Weeds making proper lawn care and gardening more difficult than it should be. These pesky plants pop up everywhere, like in the cracks of your sidewalk or throughout your garden bed. Keeping weeds out of your lawn and garden requires the proper plan and equipment.
Not all weeds are created equal. Some are more difficult than others, and you don’t want to use the same plan to get rid of weeds for your lawn as you might your garden beds. So, let’s take a look at the best ways to get weeds out of your lawn and garden.
Identifying The Types of Weeds
Not all weeds are easy to recognize. It can be hard to distinguish which weeds are what, but trying your help can help ensure you’re using the right type of herbicide. Here are a few examples of weeds that might invade your lawn
Cheatgrass blends into the lawn so well, so you might not even realize that it’s taking over the lawn until its too late. Look for leaves that branch up from the bottom of the plant. Those leaves usually are flat and reddish, and they’re covered with soft hairs.
Crabgrass is the weed that almost everyone is familiar with and has to struggle to eradicate. It seems to grow everywhere. Crabgrass is a warm-season annual grass that sprouts from seed when the late spring temperatures rise. It will eventually die when the temperatures start to cool down.
Technically, dandelions are quite beneficial, offering food to bees and have medicinal benefits that you can use. Dandelions are easy to recognize, and they take root in most lawns. The leaves grow close to the ground in a star-shaped pattern with yellow flowers. Dandelions bloom in spring to early summer.
Dollarweed is also known as pennywort. It has round leaves with wavy edges and white flowers that pop up throughout the summer. Dollarweed prefers warmer regions and moist lawns with bare spots.
How to Keep Weeds Out of Your Lawn
Keeping weeds out of your lawn can be a bit tricky. Here are some essential tips.
Work Toward Prevention
The best defense is a good offense. So, when it comes to lawn care, prevention is vital. Keeping a strong lawn cut at the ideal height and watered correctly is one of the best ways to keep weeds at bay. Cutting your grass at the right height and not allowing it to get too long will cause the grass to out-compete the lawn weeds.
Make sure you mow your grass when you need it — mow one-third of the height of the lawn. Never mow more than one-third of the grass because you risk pulling away vital nutrients that the grass needs to grow. Cutting your grass too short is just as bad as not cutting it at all.
Examples of ideal mowing heights are:
- Tall Fescue: 1.5-3 inches
- Kentucky Bluegrass: 1.5-3 inches
- Perennial Ryegrass: 1.5-3 inches
- Bermuda Grass: 0.5-1 inch
- St. Augustine Grass: 1-3 inches
Determine What Weeds You Have
Figure out what weeds you’re dealing with before you make a battle plan. Each weed requires a different product and application methods. Some of those methods are time sensitive, so identify the weeds first.
Try an Herbicide
Use a broadleaf weed killer herbicide to get rid of the weeds in your lawn. Some people do prefer not to use chemicals, and you can use homemade herbicides on those weeds if you feel the same.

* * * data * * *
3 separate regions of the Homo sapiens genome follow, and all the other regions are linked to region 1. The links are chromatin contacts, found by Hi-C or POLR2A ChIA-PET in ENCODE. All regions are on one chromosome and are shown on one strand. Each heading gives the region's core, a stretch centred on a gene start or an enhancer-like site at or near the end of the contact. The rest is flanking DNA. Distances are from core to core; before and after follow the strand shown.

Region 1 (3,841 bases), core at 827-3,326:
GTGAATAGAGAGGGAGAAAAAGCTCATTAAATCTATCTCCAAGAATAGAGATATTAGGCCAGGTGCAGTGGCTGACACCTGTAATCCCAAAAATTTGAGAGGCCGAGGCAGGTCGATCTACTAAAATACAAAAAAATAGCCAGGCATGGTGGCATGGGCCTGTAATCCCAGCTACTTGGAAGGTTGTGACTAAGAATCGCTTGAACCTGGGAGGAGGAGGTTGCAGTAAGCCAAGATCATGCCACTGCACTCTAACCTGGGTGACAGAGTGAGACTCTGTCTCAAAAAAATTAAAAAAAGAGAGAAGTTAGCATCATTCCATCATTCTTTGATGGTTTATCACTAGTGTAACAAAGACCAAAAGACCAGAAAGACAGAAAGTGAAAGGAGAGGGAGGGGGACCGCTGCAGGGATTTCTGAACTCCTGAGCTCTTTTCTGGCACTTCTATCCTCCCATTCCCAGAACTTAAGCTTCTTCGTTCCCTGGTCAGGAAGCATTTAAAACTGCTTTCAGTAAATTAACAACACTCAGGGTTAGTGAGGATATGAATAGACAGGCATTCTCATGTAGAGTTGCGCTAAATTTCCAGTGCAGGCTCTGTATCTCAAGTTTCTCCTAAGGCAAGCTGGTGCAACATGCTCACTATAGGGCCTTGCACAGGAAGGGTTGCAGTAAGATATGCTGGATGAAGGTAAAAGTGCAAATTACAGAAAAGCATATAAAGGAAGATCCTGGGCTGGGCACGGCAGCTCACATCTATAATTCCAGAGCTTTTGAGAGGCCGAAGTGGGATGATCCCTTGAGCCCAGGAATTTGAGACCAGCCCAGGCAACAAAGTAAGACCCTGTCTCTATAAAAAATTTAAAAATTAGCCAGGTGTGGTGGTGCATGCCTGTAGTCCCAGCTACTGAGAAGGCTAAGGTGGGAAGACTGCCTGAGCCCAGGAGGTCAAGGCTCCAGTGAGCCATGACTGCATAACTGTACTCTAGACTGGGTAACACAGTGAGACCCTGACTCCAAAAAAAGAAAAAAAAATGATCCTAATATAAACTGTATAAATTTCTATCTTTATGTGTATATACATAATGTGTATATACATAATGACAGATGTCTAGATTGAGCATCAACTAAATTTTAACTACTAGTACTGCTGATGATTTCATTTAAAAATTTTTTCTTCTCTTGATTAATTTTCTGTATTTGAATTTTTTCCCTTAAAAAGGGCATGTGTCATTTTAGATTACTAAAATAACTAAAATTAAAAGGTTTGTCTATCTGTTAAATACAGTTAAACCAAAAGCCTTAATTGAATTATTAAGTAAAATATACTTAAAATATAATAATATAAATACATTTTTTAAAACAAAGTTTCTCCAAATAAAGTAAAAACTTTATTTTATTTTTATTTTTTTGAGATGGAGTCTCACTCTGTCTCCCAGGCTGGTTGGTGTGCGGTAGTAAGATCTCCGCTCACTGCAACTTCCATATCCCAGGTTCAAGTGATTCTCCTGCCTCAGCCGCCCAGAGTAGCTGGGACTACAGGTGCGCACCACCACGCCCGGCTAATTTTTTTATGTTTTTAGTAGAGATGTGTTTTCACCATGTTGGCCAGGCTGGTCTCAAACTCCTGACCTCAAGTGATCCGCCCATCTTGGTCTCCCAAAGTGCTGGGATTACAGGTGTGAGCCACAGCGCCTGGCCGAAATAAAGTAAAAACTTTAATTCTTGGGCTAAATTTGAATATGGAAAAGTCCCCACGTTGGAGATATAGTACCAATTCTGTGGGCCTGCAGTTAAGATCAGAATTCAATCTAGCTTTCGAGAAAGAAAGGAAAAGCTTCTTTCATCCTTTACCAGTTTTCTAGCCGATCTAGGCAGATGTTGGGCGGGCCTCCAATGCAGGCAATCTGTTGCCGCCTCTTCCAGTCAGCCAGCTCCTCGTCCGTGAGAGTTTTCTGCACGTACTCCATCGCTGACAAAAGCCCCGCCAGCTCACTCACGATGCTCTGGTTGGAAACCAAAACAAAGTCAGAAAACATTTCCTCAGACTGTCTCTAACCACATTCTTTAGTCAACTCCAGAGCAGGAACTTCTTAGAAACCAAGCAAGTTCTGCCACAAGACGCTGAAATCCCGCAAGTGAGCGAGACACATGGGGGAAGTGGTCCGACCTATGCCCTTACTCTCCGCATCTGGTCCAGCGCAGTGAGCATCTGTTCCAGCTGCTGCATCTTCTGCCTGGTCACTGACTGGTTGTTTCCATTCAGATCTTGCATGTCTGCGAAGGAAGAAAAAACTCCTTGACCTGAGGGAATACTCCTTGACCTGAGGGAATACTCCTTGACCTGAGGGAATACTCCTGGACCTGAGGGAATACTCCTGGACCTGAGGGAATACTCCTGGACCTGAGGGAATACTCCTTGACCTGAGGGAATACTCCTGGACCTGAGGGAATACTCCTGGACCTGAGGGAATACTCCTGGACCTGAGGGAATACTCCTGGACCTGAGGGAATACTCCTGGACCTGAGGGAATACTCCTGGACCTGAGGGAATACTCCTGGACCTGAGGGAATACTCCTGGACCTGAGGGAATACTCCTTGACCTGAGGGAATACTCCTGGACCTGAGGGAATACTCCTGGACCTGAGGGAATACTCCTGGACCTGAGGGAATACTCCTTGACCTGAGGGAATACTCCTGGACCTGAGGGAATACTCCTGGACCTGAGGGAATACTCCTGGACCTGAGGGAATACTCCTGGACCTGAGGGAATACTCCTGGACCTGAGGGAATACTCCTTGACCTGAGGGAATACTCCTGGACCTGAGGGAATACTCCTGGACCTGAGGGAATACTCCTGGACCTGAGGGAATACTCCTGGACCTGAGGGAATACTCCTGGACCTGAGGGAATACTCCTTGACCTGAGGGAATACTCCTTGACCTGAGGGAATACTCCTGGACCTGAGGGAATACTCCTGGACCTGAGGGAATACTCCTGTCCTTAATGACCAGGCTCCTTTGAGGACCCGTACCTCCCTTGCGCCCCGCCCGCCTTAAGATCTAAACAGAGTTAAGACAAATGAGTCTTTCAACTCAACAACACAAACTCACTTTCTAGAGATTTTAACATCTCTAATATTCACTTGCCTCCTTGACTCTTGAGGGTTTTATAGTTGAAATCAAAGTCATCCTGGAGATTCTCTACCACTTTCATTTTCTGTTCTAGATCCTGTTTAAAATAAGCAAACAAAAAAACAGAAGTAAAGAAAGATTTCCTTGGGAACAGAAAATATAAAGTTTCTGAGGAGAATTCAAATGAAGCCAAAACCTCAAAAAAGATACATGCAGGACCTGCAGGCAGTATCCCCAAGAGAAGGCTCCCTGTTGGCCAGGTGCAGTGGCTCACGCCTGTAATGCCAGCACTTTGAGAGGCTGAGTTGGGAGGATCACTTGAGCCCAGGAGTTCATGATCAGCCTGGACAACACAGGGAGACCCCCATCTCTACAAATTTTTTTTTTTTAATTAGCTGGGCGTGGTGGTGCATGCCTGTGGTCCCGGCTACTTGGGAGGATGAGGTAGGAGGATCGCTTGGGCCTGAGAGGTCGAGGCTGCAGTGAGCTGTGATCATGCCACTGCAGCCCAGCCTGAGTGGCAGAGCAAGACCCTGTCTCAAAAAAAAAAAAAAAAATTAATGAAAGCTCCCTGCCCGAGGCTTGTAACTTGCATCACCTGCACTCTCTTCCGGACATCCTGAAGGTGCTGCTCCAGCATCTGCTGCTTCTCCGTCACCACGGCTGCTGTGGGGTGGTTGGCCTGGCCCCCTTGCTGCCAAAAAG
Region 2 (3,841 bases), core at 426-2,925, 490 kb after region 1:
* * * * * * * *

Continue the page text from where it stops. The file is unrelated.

Pull Weeds By Hands
Some weeds are tough. Pull those out by hand, removing all of the root systems in the process. You can also pull the weeds after you’ve made a few applications of herbicides if the weeds are still sticking.
Try Crabgrass in the Spring
Crabgrass is a pain in the butt, and it’s best treated by spreading a pre-emergent chemical in the spring to stop any crabgrass seeds from germinating.
How to Keep Weeds Out of Your Garden
While weeds are frustrating in a garden, weeds play a part in the health of your garden. Nature uses weeds to heal sites that are wounded without any plants, but nature doesn’t know you planned it that way!
Use a Knife to Remove
A sharp garden knife is an ideal tool to get rid of weeds. The narrow blade doesn’t disturb the soil too much, cutting through the roots of the plants. A garden knife can slice right through dandelion roots without a problem. Removing the roots stops the regrowth of the weeds.
Lay mulch all over your garden beds. Mulch helps to regulate soil temperature, retain soil moisture, and suppress weeds. Organic mulches, such as shredded leaves and grass clippings, release nutrients back into the soil as they decompose.
Pull When Wet
Weeding is most effortless when the soil is wet. After heavy rainfall, wear some gloves and go out to remove those pesky weeds. Make sure you bring along a garden fork or knife to pry loose the tough ones!
Use a Drip Soaker
Your goal is to water your plants, not the weeds. Using a drip soaker hose concentrates the water around your plants that need water. Make sure you put the hose underneath the mulch to ensure the plants have proper hydration.
This trick works because, in most climates, depriving weeds of water reduces the seed germination by at least 50 percent.
Add Organic Matter
Healthy soil has fewer problems with weeds and weed seeds. Try enriching your soil with organic matter whenever you can to reduce the number of weeds in your garden. Fewer weeds will germinate in soil that contains fresh compost or organic matter. So, remember, healthy and well-fed soil reduces the risk of weeds.
Giving Weeds The Boot
Weeds are an annoyance, but they don’t have to stay around forever. With the right plan of attack, you can get rid of the weeds over time. It’ll take persistence and a fight, but a weed-free lawn and garden are worth the effort.